When she was younger in Bucharest and in her teenage years I am sure she never had the goal of leaving her family and friends to move to America. She has told me as much. Her objective was, like many of us, to be in love and be happy. Had her fiancée been French then she would now have been in France, had he been English she would have been struggling to absorb British culture and humour.
While I prefer to think of a fulfilling life and not a successful life I will, for the moment, bow to the American perspective. To be successful in life requires a real understanding of what is important in your life and this is different for everyone. However, whatever the culture, there is a common core. As the proverb says I want to be healthy, wealthy and wise. But that is far too general and even at this simplistic level needs consideration.
Healthy and wise, of course, but we all need to consider if to be wealthy is really a goal we all want to aim for.
A girl friend of mine has two men in her life. She likes them both. One offers her a life of much money and the other enriches her heart with a deep love. Both have asked her to marry them. She was torn between them. She accepted the offer of the man who she loved more deeply. I talked with her and she said that in the end it was love that was more important but that love was of no use because without security loves would fail. She had security, she had love but she didn’t have monetary wealth. Wealth and security without love was meaningless. For her it was perfect. Who else would trade a life of love for wealth?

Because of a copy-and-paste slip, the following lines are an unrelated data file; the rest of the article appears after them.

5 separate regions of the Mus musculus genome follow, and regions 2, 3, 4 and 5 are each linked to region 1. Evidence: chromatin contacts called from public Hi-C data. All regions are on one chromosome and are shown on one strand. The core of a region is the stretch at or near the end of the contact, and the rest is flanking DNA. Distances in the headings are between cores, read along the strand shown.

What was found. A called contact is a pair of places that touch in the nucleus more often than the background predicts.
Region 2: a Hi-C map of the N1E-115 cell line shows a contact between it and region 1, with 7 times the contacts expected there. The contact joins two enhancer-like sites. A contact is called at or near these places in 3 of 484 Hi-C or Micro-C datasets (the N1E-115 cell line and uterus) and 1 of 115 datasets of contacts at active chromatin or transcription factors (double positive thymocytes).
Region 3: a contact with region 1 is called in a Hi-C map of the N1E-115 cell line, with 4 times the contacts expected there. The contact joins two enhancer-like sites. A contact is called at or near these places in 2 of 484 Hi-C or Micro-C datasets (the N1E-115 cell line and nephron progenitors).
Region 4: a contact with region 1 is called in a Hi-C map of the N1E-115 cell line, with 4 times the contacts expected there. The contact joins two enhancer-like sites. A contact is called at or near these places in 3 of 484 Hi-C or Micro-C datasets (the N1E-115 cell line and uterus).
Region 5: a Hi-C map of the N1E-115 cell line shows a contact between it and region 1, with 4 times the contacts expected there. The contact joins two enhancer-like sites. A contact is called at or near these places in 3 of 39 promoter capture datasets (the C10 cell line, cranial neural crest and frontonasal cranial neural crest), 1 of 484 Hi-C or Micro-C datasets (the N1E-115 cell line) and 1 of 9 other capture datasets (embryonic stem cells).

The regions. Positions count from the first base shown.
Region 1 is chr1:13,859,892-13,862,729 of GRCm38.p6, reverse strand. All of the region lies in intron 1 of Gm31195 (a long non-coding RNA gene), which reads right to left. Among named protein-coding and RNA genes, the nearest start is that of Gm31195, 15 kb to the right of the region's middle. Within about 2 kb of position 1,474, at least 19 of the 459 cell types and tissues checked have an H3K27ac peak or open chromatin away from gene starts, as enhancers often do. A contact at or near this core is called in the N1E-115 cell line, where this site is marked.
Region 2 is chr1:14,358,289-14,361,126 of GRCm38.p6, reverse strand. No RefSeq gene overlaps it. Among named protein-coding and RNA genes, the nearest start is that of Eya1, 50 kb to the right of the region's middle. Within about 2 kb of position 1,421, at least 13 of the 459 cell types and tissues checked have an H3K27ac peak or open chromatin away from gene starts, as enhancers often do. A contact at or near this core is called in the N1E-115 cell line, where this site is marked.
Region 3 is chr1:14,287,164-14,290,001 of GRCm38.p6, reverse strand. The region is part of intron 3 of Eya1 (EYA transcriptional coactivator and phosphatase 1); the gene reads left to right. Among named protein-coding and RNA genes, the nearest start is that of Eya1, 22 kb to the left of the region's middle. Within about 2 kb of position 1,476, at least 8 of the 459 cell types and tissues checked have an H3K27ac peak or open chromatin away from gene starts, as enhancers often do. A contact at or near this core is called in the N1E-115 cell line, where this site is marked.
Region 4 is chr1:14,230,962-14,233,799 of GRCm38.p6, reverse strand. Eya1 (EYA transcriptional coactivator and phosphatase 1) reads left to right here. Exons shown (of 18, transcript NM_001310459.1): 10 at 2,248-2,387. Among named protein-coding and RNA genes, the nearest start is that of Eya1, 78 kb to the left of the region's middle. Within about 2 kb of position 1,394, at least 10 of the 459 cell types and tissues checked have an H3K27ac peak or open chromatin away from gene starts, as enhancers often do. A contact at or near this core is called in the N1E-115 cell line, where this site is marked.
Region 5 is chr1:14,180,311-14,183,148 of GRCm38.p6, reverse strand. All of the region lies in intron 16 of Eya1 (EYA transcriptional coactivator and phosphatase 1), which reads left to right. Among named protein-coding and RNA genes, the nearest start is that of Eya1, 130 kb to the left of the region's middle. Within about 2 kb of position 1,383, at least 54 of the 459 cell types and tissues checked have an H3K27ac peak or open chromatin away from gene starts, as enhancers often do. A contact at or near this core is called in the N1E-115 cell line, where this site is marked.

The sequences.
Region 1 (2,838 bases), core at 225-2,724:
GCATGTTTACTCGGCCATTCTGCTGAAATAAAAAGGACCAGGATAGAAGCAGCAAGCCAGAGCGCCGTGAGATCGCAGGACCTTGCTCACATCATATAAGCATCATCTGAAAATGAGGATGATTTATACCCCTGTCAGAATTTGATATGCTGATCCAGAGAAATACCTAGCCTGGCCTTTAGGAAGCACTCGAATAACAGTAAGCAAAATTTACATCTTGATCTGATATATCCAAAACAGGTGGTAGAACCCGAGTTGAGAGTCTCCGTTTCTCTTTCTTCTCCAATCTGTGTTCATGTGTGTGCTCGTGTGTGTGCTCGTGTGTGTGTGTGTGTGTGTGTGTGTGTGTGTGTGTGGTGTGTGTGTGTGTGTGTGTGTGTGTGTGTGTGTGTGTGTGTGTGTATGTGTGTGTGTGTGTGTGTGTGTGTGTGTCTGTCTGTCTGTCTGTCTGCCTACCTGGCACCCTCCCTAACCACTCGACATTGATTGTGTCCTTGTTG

Healthy, wealthy and wise are simple objectives; in fact they are more of hopes. But are they consistent with the culture of goal setting?
Of course it is in the tradition of many modern philosophies, and in that I include capitalism to assume that the purpose of life is only really achieved by setting and achieving targets and goals and success is like climbing the steps of a ladder. Achieve one task then achieve another, meet a goal reach the top step and move on to the next target. The theory is that it is this attitude that creates the competitive spirit that fuels innovation and economic development; and that leads to a successful life.
The converse of this however is the pain that arises when the goals are not achieved. If we fail to achieve our goals then the biblical prophecy of Mathew comes true and “there shall be weeping and gnashing of teeth.” We see this is in the increase use of analysts and therapists. We are unable to cope with failure because, I suspect, we were not meant to be so focused on short-term targets.